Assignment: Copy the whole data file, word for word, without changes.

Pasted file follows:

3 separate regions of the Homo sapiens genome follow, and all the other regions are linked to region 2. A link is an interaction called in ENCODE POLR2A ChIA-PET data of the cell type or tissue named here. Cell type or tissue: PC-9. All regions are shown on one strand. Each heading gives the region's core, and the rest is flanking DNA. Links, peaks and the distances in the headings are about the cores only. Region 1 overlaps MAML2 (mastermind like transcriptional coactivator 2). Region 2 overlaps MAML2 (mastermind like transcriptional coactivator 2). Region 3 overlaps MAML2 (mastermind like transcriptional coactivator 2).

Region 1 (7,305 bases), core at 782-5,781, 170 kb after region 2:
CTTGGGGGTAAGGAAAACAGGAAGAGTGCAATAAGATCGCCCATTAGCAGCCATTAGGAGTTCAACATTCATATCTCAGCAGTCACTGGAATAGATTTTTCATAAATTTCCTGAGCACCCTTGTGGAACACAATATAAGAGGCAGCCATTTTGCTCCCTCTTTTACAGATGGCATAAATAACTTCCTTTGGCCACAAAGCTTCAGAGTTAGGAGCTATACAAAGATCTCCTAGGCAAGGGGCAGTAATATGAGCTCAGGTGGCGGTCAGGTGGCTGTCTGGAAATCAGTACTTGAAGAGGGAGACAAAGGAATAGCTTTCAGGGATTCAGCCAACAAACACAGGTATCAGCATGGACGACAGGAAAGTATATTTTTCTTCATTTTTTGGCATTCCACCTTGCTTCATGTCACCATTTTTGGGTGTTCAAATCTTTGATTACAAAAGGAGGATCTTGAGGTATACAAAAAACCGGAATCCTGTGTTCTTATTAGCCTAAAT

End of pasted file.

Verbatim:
3 separate regions of the Homo sapiens genome follow, and all the other regions are linked to region 2. A link is an interaction called in ENCODE POLR2A ChIA-PET data of the cell type or tissue named here. Cell type or tissue: PC-9. All regions are shown on one strand. Each heading gives the region's core, and the rest is flanking DNA. Links, peaks and the distances in the headings are about the cores only. Region 1 overlaps MAML2 (mastermind like transcriptional coactivator 2). Region 2 overlaps MAML2 (mastermind like transcriptional coactivator 2). Region 3 overlaps MAML2 (mastermind like transcriptional coactivator 2).

Region 1 (7,305 bases), core at 782-5,781, 170 kb after region 2:
CTTGGGGGTAAGGAAAACAGGAAGAGTGCAATAAGATCGCCCATTAGCAGCCATTAGGAGTTCAACATTCATATCTCAGCAGTCACTGGAATAGATTTTTCATAAATTTCCTGAGCACCCTTGTGGAACACAATATAAGAGGCAGCCATTTTGCTCCCTCTTTTACAGATGGCATAAATAACTTCCTTTGGCCACAAAGCTTCAGAGTTAGGAGCTATACAAAGATCTCCTAGGCAAGGGGCAGTAATATGAGCTCAGGTGGCGGTCAGGTGGCTGTCTGGAAATCAGTACTTGAAGAGGGAGACAAAGGAATAGCTTTCAGGGATTCAGCCAACAAACACAGGTATCAGCATGGACGACAGGAAAGTATATTTTTCTTCATTTTTTGGCATTCCACCTTGCTTCATGTCACCATTTTTGGGTGTTCAAATCTTTGATTACAAAAGGAGGATCTTGAGGTATACAAAAAACCGGAATCCTGTGTTCTTATTAGCCTAAAT